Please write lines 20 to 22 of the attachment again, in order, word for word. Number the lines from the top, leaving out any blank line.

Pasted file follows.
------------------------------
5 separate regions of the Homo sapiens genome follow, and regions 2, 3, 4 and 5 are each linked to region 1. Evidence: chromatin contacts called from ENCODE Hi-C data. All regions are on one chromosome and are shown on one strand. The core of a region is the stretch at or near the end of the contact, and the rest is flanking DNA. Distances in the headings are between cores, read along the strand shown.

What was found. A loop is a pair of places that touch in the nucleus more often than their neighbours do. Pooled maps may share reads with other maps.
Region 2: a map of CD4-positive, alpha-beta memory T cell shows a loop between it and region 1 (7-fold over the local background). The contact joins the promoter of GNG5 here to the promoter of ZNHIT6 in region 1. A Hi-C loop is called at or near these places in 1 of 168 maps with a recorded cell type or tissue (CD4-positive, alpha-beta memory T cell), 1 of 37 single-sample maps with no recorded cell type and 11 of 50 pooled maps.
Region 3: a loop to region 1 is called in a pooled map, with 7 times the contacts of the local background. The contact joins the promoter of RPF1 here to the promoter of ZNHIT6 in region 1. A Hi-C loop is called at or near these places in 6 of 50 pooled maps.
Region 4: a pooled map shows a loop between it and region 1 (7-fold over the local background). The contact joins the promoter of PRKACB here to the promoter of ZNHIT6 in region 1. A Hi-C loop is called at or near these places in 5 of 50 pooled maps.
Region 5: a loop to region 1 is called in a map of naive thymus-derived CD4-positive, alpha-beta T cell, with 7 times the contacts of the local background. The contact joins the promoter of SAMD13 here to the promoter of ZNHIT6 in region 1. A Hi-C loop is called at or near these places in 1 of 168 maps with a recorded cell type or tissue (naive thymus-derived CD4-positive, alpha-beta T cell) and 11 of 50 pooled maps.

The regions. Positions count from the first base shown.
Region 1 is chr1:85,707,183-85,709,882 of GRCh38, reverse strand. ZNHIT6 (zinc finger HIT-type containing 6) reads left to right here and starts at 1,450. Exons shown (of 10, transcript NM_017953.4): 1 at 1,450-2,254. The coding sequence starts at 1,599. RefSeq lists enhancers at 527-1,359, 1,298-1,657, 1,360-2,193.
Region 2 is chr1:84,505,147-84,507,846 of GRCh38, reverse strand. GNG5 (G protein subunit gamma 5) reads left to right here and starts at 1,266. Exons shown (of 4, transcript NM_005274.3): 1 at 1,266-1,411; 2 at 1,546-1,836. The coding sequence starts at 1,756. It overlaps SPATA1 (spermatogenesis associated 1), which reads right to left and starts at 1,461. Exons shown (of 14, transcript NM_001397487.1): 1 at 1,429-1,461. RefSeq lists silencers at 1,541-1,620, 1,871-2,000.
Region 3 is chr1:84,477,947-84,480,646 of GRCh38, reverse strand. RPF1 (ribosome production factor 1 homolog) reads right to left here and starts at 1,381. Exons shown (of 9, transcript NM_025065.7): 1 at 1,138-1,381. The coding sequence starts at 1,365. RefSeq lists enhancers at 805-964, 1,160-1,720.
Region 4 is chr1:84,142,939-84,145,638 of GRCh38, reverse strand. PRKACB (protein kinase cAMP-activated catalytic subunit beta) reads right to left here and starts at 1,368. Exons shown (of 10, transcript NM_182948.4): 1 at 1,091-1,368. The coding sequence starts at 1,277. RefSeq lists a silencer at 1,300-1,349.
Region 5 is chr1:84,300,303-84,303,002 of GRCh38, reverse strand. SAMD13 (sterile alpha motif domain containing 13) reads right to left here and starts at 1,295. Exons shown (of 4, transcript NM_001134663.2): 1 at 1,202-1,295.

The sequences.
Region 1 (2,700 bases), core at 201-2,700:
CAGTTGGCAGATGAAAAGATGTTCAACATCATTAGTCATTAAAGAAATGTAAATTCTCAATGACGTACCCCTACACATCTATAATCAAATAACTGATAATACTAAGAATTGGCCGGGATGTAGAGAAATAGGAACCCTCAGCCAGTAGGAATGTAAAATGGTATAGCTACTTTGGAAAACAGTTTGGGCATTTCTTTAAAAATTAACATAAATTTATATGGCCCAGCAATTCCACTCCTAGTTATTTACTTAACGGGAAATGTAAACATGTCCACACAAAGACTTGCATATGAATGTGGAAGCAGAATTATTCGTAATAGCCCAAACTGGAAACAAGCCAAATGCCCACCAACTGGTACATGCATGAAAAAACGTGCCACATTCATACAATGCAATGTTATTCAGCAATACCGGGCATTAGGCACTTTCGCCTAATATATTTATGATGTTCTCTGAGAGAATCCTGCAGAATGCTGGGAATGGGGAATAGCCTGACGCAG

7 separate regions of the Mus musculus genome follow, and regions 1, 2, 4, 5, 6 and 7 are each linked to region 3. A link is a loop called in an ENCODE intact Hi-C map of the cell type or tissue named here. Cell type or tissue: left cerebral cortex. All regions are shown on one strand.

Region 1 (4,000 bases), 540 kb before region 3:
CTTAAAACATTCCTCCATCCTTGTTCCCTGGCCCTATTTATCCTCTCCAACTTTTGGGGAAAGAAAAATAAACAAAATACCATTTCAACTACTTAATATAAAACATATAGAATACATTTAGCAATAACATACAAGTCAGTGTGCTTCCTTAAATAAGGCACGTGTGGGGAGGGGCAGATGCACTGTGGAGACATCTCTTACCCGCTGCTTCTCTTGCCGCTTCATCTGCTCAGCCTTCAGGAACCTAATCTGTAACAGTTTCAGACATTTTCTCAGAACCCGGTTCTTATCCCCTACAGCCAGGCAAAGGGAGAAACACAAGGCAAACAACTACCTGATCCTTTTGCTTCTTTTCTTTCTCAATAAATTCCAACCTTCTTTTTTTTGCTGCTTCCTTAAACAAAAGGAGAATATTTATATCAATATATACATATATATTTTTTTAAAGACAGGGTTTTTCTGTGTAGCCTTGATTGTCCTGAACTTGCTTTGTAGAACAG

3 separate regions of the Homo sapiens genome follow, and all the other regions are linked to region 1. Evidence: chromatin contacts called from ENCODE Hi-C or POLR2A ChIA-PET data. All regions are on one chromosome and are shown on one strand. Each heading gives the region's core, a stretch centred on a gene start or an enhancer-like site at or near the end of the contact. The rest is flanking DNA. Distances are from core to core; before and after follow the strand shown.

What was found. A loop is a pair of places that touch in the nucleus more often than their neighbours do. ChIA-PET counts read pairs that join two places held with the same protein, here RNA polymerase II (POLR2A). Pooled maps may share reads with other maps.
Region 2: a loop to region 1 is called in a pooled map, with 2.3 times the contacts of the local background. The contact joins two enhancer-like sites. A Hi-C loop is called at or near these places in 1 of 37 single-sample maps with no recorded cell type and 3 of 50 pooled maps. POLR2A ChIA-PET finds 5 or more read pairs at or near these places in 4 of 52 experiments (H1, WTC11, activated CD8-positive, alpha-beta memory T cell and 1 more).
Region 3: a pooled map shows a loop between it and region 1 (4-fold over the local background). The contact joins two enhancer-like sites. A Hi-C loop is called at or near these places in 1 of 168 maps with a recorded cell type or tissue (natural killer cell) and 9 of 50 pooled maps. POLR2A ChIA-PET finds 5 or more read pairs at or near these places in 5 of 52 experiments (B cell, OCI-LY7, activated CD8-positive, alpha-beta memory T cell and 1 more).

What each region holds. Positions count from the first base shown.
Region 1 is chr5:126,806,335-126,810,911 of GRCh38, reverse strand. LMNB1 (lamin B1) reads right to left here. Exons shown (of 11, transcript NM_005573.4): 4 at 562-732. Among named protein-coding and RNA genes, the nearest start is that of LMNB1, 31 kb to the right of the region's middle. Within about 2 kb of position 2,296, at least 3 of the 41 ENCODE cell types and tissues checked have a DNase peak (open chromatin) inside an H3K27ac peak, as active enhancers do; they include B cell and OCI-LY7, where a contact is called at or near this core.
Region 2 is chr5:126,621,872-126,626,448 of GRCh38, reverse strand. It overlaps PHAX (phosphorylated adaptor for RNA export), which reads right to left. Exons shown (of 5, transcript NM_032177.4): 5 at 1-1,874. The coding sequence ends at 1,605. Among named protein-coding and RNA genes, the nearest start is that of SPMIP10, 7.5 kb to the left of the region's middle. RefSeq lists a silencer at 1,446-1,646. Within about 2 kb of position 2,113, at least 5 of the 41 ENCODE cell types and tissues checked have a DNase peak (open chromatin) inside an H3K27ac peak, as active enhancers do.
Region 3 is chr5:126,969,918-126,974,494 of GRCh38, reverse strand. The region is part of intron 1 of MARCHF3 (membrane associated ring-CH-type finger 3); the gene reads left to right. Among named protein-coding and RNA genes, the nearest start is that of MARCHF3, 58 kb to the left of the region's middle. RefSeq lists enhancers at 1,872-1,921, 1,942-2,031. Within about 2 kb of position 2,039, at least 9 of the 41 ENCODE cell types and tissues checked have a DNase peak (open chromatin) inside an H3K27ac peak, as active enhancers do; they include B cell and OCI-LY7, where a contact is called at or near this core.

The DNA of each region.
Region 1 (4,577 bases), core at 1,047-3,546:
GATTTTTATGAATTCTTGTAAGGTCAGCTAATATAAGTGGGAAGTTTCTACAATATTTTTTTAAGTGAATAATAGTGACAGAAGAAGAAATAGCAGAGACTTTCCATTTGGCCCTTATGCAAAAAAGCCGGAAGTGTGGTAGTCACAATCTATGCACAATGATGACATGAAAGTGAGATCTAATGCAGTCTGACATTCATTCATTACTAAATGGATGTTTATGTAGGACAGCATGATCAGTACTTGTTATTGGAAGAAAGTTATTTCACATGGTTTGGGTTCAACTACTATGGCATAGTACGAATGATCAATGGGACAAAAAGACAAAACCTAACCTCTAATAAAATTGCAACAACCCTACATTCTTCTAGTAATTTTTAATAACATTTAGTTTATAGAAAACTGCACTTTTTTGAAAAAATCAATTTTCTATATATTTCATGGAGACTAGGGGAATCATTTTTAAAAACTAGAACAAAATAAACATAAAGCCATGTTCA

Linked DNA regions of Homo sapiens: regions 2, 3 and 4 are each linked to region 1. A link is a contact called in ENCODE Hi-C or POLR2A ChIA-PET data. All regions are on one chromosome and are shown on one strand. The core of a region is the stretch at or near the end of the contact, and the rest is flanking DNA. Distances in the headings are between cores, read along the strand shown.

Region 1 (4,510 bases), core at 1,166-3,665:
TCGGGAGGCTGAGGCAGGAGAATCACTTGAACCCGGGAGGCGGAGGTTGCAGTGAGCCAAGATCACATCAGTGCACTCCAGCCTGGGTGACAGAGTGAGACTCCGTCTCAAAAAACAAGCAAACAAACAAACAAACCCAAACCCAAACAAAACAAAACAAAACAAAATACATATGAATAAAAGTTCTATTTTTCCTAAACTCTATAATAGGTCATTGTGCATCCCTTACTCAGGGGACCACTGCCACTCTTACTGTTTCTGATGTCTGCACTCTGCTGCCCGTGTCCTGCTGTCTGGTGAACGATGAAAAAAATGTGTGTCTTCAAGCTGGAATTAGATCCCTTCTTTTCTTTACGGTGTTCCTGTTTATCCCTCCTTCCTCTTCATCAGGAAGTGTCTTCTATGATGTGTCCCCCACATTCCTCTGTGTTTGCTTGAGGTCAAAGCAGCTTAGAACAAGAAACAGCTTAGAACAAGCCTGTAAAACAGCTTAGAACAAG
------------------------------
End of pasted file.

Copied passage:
What was found. A loop is a pair of places that touch in the nucleus more often than their neighbours do. ChIA-PET counts read pairs that join two places held with the same protein, here RNA polymerase II (POLR2A). Pooled maps may share reads with other maps.
Region 2: a loop to region 1 is called in a pooled map, with 2.3 times the contacts of the local background. The contact joins two enhancer-like sites. A Hi-C loop is called at or near these places in 1 of 37 single-sample maps with no recorded cell type and 3 of 50 pooled maps. POLR2A ChIA-PET finds 5 or more read pairs at or near these places in 4 of 52 experiments (H1, WTC11, activated CD8-positive, alpha-beta memory T cell and 1 more).
Region 3: a pooled map shows a loop between it and region 1 (4-fold over the local background). The contact joins two enhancer-like sites. A Hi-C loop is called at or near these places in 1 of 168 maps with a recorded cell type or tissue (natural killer cell) and 9 of 50 pooled maps. POLR2A ChIA-PET finds 5 or more read pairs at or near these places in 5 of 52 experiments (B cell, OCI-LY7, activated CD8-positive, alpha-beta memory T cell and 1 more).